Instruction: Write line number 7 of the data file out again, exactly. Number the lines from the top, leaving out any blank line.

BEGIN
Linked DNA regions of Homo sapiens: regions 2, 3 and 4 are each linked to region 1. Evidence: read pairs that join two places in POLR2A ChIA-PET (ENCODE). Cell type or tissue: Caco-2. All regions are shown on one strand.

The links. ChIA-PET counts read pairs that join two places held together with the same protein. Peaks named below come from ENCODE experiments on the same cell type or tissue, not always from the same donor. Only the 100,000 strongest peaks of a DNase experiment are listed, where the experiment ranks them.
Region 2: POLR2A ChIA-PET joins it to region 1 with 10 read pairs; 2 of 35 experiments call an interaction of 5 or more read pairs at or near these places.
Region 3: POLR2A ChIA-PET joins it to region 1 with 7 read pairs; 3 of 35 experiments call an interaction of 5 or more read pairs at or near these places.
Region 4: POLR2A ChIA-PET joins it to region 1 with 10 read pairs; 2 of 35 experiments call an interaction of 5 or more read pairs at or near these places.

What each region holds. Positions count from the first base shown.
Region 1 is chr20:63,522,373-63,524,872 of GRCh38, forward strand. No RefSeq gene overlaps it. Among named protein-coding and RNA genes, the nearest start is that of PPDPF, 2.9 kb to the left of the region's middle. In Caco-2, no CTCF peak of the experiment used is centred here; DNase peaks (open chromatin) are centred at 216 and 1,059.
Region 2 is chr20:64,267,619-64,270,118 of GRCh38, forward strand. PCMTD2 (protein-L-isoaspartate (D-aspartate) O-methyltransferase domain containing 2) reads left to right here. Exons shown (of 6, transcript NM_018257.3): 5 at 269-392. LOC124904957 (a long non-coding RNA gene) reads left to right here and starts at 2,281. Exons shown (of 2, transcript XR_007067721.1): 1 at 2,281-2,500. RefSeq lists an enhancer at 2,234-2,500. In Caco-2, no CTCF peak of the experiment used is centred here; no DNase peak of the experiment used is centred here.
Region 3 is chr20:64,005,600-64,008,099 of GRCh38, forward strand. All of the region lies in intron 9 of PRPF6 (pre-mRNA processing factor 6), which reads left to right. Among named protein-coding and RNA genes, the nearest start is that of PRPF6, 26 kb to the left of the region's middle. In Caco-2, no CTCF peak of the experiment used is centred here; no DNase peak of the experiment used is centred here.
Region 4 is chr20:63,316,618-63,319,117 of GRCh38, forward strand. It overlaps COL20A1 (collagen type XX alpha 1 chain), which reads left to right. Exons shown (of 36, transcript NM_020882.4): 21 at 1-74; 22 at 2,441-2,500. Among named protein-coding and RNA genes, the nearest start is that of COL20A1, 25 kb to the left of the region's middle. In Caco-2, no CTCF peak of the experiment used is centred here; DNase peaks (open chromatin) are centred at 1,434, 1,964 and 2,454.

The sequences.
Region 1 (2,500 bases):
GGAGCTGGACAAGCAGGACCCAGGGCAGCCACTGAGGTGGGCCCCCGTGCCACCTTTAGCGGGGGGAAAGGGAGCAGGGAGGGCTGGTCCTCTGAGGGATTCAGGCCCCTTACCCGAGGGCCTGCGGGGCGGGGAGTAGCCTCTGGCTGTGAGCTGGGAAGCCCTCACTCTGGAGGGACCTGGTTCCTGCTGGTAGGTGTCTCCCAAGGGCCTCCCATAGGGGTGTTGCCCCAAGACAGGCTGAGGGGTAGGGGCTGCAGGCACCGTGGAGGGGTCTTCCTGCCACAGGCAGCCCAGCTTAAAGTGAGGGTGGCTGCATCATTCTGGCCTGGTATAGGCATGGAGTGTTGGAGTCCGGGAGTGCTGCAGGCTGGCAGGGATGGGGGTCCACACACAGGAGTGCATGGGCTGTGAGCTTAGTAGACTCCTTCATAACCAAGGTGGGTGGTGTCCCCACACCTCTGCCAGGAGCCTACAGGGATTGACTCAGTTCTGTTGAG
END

Region 1 is chr20:63,522,373-63,524,872 of GRCh38, forward strand. No RefSeq gene overlaps it. Among named protein-coding and RNA genes, the nearest start is that of PPDPF, 2.9 kb to the left of the region's middle. In Caco-2, no CTCF peak of the experiment used is centred here; DNase peaks (open chromatin) are centred at 216 and 1,059.